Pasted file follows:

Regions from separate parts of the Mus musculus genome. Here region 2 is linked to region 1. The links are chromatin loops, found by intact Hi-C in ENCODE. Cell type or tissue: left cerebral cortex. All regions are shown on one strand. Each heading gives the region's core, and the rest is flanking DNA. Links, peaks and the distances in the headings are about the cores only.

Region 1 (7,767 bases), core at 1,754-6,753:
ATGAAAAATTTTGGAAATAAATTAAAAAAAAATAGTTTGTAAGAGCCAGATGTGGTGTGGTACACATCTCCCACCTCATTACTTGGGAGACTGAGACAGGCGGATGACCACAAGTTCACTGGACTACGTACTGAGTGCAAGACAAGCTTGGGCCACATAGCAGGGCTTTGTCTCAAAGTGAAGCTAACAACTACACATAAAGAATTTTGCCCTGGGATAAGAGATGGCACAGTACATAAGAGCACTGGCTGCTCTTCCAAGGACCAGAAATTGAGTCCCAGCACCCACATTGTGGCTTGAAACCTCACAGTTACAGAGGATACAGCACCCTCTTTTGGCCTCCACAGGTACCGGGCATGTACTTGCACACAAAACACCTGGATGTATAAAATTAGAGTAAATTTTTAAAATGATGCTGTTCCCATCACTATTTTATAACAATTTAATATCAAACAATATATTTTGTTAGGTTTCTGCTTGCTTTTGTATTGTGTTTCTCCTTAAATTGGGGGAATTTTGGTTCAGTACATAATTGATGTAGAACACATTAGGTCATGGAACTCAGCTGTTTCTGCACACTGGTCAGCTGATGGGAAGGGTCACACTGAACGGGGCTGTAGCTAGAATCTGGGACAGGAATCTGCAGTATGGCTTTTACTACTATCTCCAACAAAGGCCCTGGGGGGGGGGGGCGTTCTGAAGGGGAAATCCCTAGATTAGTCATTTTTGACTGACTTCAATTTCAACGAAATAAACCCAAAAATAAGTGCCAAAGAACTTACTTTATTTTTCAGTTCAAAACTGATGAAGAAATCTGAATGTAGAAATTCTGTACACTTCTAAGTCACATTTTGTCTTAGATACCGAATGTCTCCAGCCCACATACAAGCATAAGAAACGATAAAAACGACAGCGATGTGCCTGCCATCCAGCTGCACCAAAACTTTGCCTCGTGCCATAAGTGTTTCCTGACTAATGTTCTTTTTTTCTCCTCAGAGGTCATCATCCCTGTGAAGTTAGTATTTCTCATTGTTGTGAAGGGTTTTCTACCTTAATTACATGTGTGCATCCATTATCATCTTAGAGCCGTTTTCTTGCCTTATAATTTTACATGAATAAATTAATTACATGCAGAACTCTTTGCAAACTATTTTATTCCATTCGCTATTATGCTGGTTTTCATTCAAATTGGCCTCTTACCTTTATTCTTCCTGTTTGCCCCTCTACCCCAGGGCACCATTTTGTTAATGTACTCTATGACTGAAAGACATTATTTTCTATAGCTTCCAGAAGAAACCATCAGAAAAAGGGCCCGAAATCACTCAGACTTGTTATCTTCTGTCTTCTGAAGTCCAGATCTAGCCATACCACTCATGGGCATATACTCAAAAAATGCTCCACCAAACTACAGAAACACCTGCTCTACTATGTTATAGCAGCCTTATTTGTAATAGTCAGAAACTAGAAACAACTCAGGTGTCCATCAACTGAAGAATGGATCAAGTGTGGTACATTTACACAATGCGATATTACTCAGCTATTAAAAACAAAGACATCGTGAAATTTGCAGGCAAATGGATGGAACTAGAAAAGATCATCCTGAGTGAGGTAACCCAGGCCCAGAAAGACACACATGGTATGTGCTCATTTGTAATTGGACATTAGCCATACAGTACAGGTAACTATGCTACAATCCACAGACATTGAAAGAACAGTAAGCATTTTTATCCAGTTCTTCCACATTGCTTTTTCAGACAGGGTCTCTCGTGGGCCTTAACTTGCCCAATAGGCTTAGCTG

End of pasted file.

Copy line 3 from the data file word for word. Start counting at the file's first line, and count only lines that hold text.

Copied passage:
ATGAAAAATTTTGGAAATAAATTAAAAAAAAATAGTTTGTAAGAGCCAGATGTGGTGTGGTACACATCTCCCACCTCATTACTTGGGAGACTGAGACAGGCGGATGACCACAAGTTCACTGGACTACGTACTGAGTGCAAGACAAGCTTGGGCCACATAGCAGGGCTTTGTCTCAAAGTGAAGCTAACAACTACACATAAAGAATTTTGCCCTGGGATAAGAGATGGCACAGTACATAAGAGCACTGGCTGCTCTTCCAAGGACCAGAAATTGAGTCCCAGCACCCACATTGTGGCTTGAAACCTCACAGTTACAGAGGATACAGCACCCTCTTTTGGCCTCCACAGGTACCGGGCATGTACTTGCACACAAAACACCTGGATGTATAAAATTAGAGTAAATTTTTAAAATGATGCTGTTCCCATCACTATTTTATAACAATTTAATATCAAACAATATATTTTGTTAGGTTTCTGCTTGCTTTTGTATTGTGTTTCTCCTTAAATTGGGGGAATTTTGGTTCAGTACATAATTGATGTAGAACACATTAGGTCATGGAACTCAGCTGTTTCTGCACACTGGTCAGCTGATGGGAAGGGTCACACTGAACGGGGCTGTAGCTAGAATCTGGGACAGGAATCTGCAGTATGGCTTTTACTACTATCTCCAACAAAGGCCCTGGGGGGGGGGGGCGTTCTGAAGGGGAAATCCCTAGATTAGTCATTTTTGACTGACTTCAATTTCAACGAAATAAACCCAAAAATAAGTGCCAAAGAACTTACTTTATTTTTCAGTTCAAAACTGATGAAGAAATCTGAATGTAGAAATTCTGTACACTTCTAAGTCACATTTTGTCTTAGATACCGAATGTCTCCAGCCCACATACAAGCATAAGAAACGATAAAAACGACAGCGATGTGCCTGCCATCCAGCTGCACCAAAACTTTGCCTCGTGCCATAAGTGTTTCCTGACTAATGTTCTTTTTTTCTCCTCAGAGGTCATCATCCCTGTGAAGTTAGTATTTCTCATTGTTGTGAAGGGTTTTCTACCTTAATTACATGTGTGCATCCATTATCATCTTAGAGCCGTTTTCTTGCCTTATAATTTTACATGAATAAATTAATTACATGCAGAACTCTTTGCAAACTATTTTATTCCATTCGCTATTATGCTGGTTTTCATTCAAATTGGCCTCTTACCTTTATTCTTCCTGTTTGCCCCTCTACCCCAGGGCACCATTTTGTTAATGTACTCTATGACTGAAAGACATTATTTTCTATAGCTTCCAGAAGAAACCATCAGAAAAAGGGCCCGAAATCACTCAGACTTGTTATCTTCTGTCTTCTGAAGTCCAGATCTAGCCATACCACTCATGGGCATATACTCAAAAAATGCTCCACCAAACTACAGAAACACCTGCTCTACTATGTTATAGCAGCCTTATTTGTAATAGTCAGAAACTAGAAACAACTCAGGTGTCCATCAACTGAAGAATGGATCAAGTGTGGTACATTTACACAATGCGATATTACTCAGCTATTAAAAACAAAGACATCGTGAAATTTGCAGGCAAATGGATGGAACTAGAAAAGATCATCCTGAGTGAGGTAACCCAGGCCCAGAAAGACACACATGGTATGTGCTCATTTGTAATTGGACATTAGCCATACAGTACAGGTAACTATGCTACAATCCACAGACATTGAAAGAACAGTAAGCATTTTTATCCAGTTCTTCCACATTGCTTTTTCAGACAGGGTCTCTCGTGGGCCTTAACTTGCCCAATAGGCTTAGCTG